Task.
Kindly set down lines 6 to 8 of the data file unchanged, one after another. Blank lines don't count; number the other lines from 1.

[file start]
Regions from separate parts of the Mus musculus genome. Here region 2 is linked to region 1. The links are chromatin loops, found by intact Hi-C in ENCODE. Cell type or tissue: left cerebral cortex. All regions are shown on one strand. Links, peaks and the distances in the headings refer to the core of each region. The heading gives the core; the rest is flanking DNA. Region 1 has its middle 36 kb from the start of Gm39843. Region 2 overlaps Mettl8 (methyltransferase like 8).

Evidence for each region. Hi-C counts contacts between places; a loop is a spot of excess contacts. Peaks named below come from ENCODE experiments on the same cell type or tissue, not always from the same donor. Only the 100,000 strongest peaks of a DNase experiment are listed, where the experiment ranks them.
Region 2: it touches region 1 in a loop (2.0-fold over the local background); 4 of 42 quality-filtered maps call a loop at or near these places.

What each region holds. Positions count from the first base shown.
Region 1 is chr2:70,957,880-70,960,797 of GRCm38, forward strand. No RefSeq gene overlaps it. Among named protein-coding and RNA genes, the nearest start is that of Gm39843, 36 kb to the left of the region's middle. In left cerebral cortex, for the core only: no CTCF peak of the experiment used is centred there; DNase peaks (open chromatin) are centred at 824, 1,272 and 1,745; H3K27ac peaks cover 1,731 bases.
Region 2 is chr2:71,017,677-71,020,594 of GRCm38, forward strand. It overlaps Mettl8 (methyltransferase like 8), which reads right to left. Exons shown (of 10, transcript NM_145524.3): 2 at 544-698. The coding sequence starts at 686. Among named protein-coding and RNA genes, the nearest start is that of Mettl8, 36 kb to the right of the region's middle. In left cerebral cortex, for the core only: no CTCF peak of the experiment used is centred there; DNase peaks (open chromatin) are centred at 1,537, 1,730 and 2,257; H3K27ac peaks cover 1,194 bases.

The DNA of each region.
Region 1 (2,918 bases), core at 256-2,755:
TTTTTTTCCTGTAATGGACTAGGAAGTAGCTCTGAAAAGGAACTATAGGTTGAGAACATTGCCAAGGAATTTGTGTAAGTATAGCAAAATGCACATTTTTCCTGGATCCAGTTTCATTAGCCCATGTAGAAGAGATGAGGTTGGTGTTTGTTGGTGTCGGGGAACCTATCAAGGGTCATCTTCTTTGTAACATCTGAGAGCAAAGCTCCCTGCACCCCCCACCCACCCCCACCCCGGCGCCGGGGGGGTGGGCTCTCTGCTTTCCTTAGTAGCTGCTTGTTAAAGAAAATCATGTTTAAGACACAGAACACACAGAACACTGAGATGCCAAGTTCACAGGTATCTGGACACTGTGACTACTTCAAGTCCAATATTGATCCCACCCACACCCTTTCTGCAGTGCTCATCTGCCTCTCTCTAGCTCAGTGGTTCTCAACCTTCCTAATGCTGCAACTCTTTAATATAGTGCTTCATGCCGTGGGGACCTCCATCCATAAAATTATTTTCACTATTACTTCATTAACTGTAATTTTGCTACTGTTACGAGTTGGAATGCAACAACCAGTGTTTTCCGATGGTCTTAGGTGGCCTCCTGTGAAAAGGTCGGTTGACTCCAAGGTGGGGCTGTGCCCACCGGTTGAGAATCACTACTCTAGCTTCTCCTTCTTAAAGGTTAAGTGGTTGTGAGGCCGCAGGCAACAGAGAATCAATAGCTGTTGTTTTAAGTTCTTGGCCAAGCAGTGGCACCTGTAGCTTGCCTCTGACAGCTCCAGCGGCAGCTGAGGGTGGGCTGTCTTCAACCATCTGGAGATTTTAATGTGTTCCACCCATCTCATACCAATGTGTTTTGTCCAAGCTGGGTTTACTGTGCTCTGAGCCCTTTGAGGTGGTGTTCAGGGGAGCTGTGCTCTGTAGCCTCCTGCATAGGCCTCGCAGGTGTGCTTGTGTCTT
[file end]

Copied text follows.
Region 2 is chr2:71,017,677-71,020,594 of GRCm38, forward strand. It overlaps Mettl8 (methyltransferase like 8), which reads right to left. Exons shown (of 10, transcript NM_145524.3): 2 at 544-698. The coding sequence starts at 686. Among named protein-coding and RNA genes, the nearest start is that of Mettl8, 36 kb to the right of the region's middle. In left cerebral cortex, for the core only: no CTCF peak of the experiment used is centred there; DNase peaks (open chromatin) are centred at 1,537, 1,730 and 2,257; H3K27ac peaks cover 1,194 bases.

The DNA of each region.
Region 1 (2,918 bases), core at 256-2,755: